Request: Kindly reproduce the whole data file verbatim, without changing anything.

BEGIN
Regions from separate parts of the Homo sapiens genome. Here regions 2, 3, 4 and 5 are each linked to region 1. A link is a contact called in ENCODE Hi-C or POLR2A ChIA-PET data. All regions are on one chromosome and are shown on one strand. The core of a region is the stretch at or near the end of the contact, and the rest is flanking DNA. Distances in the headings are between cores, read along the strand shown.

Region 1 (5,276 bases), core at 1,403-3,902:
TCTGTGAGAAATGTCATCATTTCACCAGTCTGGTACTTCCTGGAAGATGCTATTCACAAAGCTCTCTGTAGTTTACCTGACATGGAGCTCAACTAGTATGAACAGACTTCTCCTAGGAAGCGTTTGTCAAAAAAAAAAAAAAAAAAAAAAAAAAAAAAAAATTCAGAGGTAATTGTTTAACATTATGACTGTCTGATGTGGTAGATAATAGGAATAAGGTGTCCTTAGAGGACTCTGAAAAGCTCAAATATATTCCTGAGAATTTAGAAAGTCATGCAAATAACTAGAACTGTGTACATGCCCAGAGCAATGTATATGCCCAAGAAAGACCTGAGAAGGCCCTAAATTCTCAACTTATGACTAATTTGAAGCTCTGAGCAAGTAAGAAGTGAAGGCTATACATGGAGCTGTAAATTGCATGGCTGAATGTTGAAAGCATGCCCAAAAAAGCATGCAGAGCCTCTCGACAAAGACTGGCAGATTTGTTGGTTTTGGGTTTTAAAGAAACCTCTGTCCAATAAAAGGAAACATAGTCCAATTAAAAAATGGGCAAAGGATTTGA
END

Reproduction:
Regions from separate parts of the Homo sapiens genome. Here regions 2, 3, 4 and 5 are each linked to region 1. A link is a contact called in ENCODE Hi-C or POLR2A ChIA-PET data. All regions are on one chromosome and are shown on one strand. The core of a region is the stretch at or near the end of the contact, and the rest is flanking DNA. Distances in the headings are between cores, read along the strand shown.

Region 1 (5,276 bases), core at 1,403-3,902:
TCTGTGAGAAATGTCATCATTTCACCAGTCTGGTACTTCCTGGAAGATGCTATTCACAAAGCTCTCTGTAGTTTACCTGACATGGAGCTCAACTAGTATGAACAGACTTCTCCTAGGAAGCGTTTGTCAAAAAAAAAAAAAAAAAAAAAAAAAAAAAAAAATTCAGAGGTAATTGTTTAACATTATGACTGTCTGATGTGGTAGATAATAGGAATAAGGTGTCCTTAGAGGACTCTGAAAAGCTCAAATATATTCCTGAGAATTTAGAAAGTCATGCAAATAACTAGAACTGTGTACATGCCCAGAGCAATGTATATGCCCAAGAAAGACCTGAGAAGGCCCTAAATTCTCAACTTATGACTAATTTGAAGCTCTGAGCAAGTAAGAAGTGAAGGCTATACATGGAGCTGTAAATTGCATGGCTGAATGTTGAAAGCATGCCCAAAAAAGCATGCAGAGCCTCTCGACAAAGACTGGCAGATTTGTTGGTTTTGGGTTTTAAAGAAACCTCTGTCCAATAAAAGGAAACATAGTCCAATTAAAAAATGGGCAAAGGATTTGA